Reel life

IN HOLLYWOOD, IF YOU SAY SOMETHING often enough, people will believe it. Everybody knows that Sarah Bernhardt was a great actress, that Hollywood was more glamorous in the ’30s, that the ’50s were the Golden Age of Television. And how do we know these things are true? Because everybody says so.

But there are people who are, by nature, perverse — those who are unconvinced that “Citizen Kane” is the best American movie ever made, who think David Letterman is overrated and Catherine O’Hara is underappreciated, and who wonder if Burt and Loni are really as happy as they seem at awards shows.

This column is for them: seven Hollywood truisms, followed by seven rebuttals.

But don’t listen to me, I’m a grumpy cynic who can’t be pleased. I know this is true. Everybody says so.

Colorizing: painting a moustache on the Mona Lisa. Calm down already. I’m not a fan of colorized movies, but when film preservation is such an issue, at least the colorizers are making new prints. People like to think they’re showing their integrity by bemoaning colorizing, but with TV’s panning and scanning, commercial interruptions, cutting pix for timeslots and cleaning up speech for networks, why make colorizing a whipping boy? (If you want to get worked up, how about digital compositing, in which computers can insert actors into works in which they were never meant to appear, like those Diet Coke ads with Humphrey Bogart and James Cagney — or in which actors could be digitally replaced if perceived as politically undesirable or simply unpopular.) But colorizing? Is anybody honestly concerned that the artistic integrity of the makers of “Wagon Train” and “McHale’s Navy” is being compromised?

The Academy must keep the short subject Oscars. Everyone keeps saying what a valuable training ground short subjects are for filmmakers, but who said Oscars should be given out for training? The Academy board is right to want to scratch the category: Short subjects are shown on cable, but not in theaters. Nobody’s saying people should stopmaking shorts, but maybe Emmys and CableACEs should take care of them. The AMPAS could instead give out Oscars for best coming attractions (“Bram Stoker’s Dracula” would get my vote) or for best credits (“Mr. Saturday Night” or “Final Analysis”).

Robin Williams — comic genius. Every comedian, it’s been said, has two basic jokes; Williams’ two are that he can do a lot of voices, and he can do them fast. It’s manic, it’s frantic, it’s even impressive in a Jerry Lewis sort of way, but is it funny? And if Williams is a comic genius, then what are people like Paula Poundstone, Rick Moranis, Tommy Davidson and Kevin Pollack, who are just as fast and arguably funnier?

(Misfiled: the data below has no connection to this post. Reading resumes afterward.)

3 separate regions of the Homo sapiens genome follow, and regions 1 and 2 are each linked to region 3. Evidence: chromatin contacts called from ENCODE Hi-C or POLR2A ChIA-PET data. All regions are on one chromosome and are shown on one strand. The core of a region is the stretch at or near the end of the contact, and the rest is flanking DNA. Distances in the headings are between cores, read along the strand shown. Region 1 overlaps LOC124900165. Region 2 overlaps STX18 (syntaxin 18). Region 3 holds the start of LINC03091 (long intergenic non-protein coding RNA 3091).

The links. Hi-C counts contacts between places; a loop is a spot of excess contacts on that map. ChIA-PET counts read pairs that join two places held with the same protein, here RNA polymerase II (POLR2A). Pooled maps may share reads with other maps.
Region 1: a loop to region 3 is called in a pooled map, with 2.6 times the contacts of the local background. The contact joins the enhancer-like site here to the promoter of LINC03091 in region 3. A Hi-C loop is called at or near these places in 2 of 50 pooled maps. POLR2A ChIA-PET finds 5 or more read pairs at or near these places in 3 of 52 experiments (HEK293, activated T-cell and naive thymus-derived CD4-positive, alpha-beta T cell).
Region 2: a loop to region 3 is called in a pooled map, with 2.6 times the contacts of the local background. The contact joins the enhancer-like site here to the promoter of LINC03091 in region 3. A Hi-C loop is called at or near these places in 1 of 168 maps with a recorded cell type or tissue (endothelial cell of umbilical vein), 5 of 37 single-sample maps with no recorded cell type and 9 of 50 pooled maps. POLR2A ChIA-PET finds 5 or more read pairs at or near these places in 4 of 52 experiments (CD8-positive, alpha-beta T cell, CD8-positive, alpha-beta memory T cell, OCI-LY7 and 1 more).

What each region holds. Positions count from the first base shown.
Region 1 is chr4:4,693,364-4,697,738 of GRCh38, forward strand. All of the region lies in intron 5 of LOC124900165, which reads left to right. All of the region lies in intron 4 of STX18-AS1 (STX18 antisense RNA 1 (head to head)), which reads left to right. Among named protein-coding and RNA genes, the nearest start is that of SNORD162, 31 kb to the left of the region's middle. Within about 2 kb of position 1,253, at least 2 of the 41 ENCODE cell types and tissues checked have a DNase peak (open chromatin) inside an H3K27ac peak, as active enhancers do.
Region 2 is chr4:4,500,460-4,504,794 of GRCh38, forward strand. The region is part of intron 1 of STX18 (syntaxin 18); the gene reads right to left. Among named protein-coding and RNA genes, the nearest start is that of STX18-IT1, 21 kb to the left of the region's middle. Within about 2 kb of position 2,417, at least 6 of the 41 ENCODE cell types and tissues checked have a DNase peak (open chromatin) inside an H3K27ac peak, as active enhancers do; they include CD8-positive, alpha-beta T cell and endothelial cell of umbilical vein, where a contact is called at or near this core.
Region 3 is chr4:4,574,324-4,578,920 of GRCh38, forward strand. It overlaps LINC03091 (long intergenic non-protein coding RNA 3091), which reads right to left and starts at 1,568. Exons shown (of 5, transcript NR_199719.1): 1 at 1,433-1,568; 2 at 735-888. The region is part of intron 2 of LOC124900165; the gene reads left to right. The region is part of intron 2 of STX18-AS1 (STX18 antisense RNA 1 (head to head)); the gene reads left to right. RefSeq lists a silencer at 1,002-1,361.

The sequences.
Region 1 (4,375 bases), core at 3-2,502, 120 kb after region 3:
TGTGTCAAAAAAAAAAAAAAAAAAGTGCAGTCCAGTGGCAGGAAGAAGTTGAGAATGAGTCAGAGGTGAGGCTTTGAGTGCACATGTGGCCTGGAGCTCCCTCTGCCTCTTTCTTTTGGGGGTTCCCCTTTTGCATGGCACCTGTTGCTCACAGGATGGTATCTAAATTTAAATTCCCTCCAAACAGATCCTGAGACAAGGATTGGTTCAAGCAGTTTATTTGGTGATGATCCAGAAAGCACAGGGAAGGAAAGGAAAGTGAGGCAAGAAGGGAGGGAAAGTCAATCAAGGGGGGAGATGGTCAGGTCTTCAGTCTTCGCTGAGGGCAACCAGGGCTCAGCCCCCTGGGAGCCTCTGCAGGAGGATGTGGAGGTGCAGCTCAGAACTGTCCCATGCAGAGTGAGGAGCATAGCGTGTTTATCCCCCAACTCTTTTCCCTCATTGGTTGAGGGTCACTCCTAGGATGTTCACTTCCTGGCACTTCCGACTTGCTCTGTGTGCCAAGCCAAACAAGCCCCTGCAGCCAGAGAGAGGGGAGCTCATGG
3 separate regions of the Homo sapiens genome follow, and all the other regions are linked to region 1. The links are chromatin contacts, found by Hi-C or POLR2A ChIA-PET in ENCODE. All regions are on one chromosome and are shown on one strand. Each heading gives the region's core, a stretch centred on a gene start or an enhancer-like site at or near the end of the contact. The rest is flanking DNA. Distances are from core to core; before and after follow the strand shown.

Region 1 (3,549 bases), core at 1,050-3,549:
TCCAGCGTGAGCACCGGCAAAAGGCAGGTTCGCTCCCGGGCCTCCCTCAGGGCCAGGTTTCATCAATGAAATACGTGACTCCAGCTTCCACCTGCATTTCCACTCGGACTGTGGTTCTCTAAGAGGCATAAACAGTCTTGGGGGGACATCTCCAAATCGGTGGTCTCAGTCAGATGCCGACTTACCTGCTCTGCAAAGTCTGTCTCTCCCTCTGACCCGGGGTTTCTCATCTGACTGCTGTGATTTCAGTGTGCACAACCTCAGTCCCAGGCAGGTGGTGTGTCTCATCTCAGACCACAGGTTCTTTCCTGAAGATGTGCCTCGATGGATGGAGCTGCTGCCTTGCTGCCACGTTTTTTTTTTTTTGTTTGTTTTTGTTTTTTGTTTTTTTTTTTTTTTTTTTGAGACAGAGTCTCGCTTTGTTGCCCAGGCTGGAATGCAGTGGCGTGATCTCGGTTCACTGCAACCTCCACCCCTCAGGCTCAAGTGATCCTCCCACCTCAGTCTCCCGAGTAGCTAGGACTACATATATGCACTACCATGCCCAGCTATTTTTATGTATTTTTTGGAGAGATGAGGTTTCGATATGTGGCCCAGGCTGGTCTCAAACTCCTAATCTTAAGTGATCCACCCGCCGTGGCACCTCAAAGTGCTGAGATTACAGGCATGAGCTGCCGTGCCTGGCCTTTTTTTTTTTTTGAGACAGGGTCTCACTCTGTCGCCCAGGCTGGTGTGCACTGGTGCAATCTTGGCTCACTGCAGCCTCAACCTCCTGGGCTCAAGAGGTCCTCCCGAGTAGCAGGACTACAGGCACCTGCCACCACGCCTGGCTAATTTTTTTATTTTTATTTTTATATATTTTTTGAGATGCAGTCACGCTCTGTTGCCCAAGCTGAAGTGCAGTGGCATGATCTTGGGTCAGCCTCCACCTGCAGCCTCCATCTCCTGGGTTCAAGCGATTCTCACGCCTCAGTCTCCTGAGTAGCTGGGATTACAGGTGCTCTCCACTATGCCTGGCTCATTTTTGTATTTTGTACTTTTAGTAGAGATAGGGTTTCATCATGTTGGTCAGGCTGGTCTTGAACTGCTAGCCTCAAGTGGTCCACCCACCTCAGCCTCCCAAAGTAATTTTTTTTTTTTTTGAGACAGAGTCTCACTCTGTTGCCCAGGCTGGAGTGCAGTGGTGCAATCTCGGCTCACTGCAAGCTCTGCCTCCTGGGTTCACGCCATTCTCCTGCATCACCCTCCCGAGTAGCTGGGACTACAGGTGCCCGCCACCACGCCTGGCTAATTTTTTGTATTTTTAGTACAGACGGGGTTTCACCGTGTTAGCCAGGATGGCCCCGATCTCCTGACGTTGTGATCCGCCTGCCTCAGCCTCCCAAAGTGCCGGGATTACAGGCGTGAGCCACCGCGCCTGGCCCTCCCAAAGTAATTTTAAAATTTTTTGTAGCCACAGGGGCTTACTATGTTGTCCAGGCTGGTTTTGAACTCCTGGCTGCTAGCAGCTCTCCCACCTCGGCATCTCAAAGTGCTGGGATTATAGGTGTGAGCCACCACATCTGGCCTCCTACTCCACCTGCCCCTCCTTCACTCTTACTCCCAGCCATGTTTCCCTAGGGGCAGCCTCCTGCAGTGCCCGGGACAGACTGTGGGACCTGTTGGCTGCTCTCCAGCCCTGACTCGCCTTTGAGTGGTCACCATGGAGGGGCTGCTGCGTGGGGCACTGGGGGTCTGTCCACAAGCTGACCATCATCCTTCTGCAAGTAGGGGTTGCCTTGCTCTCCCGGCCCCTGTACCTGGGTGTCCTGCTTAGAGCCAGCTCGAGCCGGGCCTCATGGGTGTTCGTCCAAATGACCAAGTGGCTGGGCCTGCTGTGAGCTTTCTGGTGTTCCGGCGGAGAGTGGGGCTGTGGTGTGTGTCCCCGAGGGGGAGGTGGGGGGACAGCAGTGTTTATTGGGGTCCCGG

Roseanne Arnold is the devil woman incarnate. Screeching out the national anthem, faxing out hate mail to critics, giving her husband a TV series, arguing on the air with Tom Snyder — to hear Hollywood talk, you’d think that no one has ever been more horrible. But in truth, everyone has many stories about other people that are a lot worse. She’s talented, as her series and HBO standup specials prove; the problem is that she’s upfront about being demanding, and makes no bones about being an outsider in Hollywood, and that makes people uncomfortable.

Films must be kicked off with a lavish premiere party. If it’s not a fund-raiser, cut the budget in half and then cut it in half again and give the balance to charity. The people who go to premieres are either there to schmooze or because they didn’t want to pay $ 7.50 to see your film. Why should you be expected to feed these freeloaders? Just put out some Ritz crackers and tell them to shut up.

That Tracy-Hepburn magic. Spencer Tracy was the worst thing that ever happened to Katharine Hepburn. If you want to see real male-female chemistry, check out her work with Cary Grant. In just about every movie Hepburn made with Tracy, he has a scene where he puts her in her place for being so spirited, and she smiles meekly and submits. In the ’30s, Hepburn showed a wild streak in her acting, and had a reputation as a private, independent woman, seeming to not care what anyone thought of her. Starting with her collaborations with Tracy, Hepburn takes on a sentimental, teary aspect that has finally overtaken her work and her life. Now she’s so eager to be loved, she’s writing her autobiography, plugging it on Phil Donahue’s show and narrating documentaries about herself.

There’s no business like show business. This is a phrase repeated by people who want to congratulate themselves for surviving in a business that’s full of massive egos, backstabbing, nepotism, sex, drugs and insecurity. But have you ever worked for an insurance company, a retail store or the government? It’s the same thing, except they don’t have Leeza Gibbons or Jeanne Wolf reporting on their goings-on.

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